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Evaluating several satellite precipitation estimates and global ground-based dataset on Sicily (Italy)

Published Web Location Commons 'BY' version 4.0 license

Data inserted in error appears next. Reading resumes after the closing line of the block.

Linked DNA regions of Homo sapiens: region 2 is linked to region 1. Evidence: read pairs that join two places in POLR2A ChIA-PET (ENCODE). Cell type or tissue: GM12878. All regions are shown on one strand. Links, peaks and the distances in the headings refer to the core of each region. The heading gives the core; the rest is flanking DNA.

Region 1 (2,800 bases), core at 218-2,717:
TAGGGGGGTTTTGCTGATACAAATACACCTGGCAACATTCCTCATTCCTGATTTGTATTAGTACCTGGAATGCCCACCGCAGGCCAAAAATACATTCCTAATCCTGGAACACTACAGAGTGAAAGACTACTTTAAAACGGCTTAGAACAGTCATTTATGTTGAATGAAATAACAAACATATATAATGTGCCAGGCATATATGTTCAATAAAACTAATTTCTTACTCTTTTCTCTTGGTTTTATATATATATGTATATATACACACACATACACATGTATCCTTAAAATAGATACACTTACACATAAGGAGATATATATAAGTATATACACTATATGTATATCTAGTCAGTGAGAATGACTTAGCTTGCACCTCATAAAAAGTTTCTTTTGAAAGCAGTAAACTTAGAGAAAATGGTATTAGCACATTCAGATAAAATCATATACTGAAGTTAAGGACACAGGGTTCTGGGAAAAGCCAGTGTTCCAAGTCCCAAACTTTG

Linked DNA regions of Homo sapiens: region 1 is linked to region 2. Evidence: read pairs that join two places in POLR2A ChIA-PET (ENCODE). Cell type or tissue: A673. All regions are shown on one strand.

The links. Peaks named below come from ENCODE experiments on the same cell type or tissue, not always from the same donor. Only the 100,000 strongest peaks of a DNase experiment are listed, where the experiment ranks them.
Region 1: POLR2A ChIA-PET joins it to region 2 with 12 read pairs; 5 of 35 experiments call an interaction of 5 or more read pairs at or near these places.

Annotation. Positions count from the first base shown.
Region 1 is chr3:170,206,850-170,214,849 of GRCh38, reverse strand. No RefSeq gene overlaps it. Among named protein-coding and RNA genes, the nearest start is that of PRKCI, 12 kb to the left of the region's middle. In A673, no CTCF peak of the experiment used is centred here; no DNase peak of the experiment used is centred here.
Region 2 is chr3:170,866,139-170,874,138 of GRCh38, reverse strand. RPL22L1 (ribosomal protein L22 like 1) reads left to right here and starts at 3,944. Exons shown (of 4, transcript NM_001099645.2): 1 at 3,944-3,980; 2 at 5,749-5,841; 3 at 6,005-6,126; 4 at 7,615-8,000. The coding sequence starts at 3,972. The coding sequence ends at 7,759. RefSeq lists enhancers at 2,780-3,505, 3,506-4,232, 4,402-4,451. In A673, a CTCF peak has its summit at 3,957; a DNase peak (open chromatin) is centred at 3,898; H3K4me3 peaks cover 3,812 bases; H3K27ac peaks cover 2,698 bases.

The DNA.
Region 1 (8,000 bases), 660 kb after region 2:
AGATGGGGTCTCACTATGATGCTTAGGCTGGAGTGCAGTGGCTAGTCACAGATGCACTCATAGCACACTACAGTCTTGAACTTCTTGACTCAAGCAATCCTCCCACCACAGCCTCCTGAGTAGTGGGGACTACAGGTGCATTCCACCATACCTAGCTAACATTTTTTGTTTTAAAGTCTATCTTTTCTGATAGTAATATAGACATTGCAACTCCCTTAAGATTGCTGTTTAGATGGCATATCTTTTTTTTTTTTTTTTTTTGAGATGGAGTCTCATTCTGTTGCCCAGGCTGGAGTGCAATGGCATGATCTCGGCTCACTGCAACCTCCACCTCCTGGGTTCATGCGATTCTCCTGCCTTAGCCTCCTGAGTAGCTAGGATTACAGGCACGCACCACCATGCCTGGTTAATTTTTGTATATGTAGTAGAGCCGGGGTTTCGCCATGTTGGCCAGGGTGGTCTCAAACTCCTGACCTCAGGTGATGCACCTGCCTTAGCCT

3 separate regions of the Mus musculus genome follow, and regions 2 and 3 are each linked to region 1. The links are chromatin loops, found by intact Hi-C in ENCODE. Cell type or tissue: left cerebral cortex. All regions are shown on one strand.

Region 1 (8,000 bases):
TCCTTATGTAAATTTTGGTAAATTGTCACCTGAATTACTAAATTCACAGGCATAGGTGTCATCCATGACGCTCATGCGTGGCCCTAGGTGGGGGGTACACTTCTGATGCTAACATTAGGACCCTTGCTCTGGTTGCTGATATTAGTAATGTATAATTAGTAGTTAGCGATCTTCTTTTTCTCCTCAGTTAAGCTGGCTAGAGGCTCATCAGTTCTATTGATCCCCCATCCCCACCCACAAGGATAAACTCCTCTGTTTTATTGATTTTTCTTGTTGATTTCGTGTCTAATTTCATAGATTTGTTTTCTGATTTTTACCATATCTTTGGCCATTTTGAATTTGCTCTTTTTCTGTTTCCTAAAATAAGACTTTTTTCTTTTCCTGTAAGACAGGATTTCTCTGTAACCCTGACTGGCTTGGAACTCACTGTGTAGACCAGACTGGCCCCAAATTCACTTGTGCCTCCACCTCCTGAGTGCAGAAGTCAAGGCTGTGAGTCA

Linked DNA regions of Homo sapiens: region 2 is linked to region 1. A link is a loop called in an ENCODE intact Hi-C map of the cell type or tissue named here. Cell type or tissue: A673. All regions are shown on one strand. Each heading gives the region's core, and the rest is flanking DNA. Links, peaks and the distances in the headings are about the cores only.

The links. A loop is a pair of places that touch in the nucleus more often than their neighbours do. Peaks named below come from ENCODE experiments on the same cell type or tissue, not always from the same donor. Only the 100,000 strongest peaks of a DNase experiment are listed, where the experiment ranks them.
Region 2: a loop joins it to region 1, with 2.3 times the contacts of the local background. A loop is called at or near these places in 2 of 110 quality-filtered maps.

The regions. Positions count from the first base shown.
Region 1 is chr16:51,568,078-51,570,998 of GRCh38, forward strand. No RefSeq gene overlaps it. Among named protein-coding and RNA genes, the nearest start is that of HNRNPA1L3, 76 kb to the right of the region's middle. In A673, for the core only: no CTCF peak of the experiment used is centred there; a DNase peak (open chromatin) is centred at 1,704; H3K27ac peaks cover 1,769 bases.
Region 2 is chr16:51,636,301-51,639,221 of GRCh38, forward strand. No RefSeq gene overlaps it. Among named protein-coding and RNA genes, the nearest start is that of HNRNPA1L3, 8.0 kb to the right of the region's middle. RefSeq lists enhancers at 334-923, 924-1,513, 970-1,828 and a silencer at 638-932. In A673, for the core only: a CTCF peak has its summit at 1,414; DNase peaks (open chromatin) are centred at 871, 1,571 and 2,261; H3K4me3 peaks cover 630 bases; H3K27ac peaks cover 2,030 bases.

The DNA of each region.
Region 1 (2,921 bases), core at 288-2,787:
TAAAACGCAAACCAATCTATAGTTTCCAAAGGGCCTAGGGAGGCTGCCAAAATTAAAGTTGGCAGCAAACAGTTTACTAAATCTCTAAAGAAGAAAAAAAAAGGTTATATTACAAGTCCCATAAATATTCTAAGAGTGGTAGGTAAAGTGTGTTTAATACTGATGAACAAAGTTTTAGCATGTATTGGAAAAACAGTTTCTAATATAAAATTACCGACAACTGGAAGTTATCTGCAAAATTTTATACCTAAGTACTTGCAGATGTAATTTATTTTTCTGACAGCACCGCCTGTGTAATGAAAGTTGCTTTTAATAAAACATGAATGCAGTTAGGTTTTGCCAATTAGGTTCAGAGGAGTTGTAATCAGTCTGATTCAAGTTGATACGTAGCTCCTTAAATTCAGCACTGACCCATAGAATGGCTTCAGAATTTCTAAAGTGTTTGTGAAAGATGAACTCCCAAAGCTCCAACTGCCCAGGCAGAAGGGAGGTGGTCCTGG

The developing of satellite-based precipitation retrieval systems, presents great potentialities for several applications ranging from weather and meteorological applications to hydrological modelling. Evaluating performances for these estimates is essential in order to understand their real capabilities and suitability related to each application. In this study an evaluation analysis of satellite precipitation retrieval systems has been carried out for the area of Sicily (Italy). Sicily is an island in the Mediterranean sea with a particular climatology and morphology, which is considered as an interesting test site for satellite precipitation products on the European mid-latitude area. A high density rain-gauges network has been used to evaluate selected satellite precipitation products. Sicily has an area of 26,000 km2 and the gauge density of the network considered in this study is about 250 km2/gauge. Four satellite products (CMORPH, PERSIANN, TMPA-RT, PERSIANN-CCS) along with two adjusted products (TMPA and PERSIANN Adjusted) have been selected for the evaluation. Evaluation and comparisons among selected products is performed with reference to the data provided by the gauge network of Sicily and using statistical and visualization tools. Results show that bias is relevant for all satellite products and climatic considerations are reported to address this issue. Moreover bias errors are observed for the adjusted products even though they are reduced respect to only-satellite products. In order to analyze this result, the ground-based precipitation dataset used by adjusted products (GPCC dataset), has been examined and weaknesses arising from spatial sampling of precipitation process have been identified for the study area. Therefore possible issues deriving from using global ground-based datasets for local scales are pointed out from this application. © 2012 SPIE.

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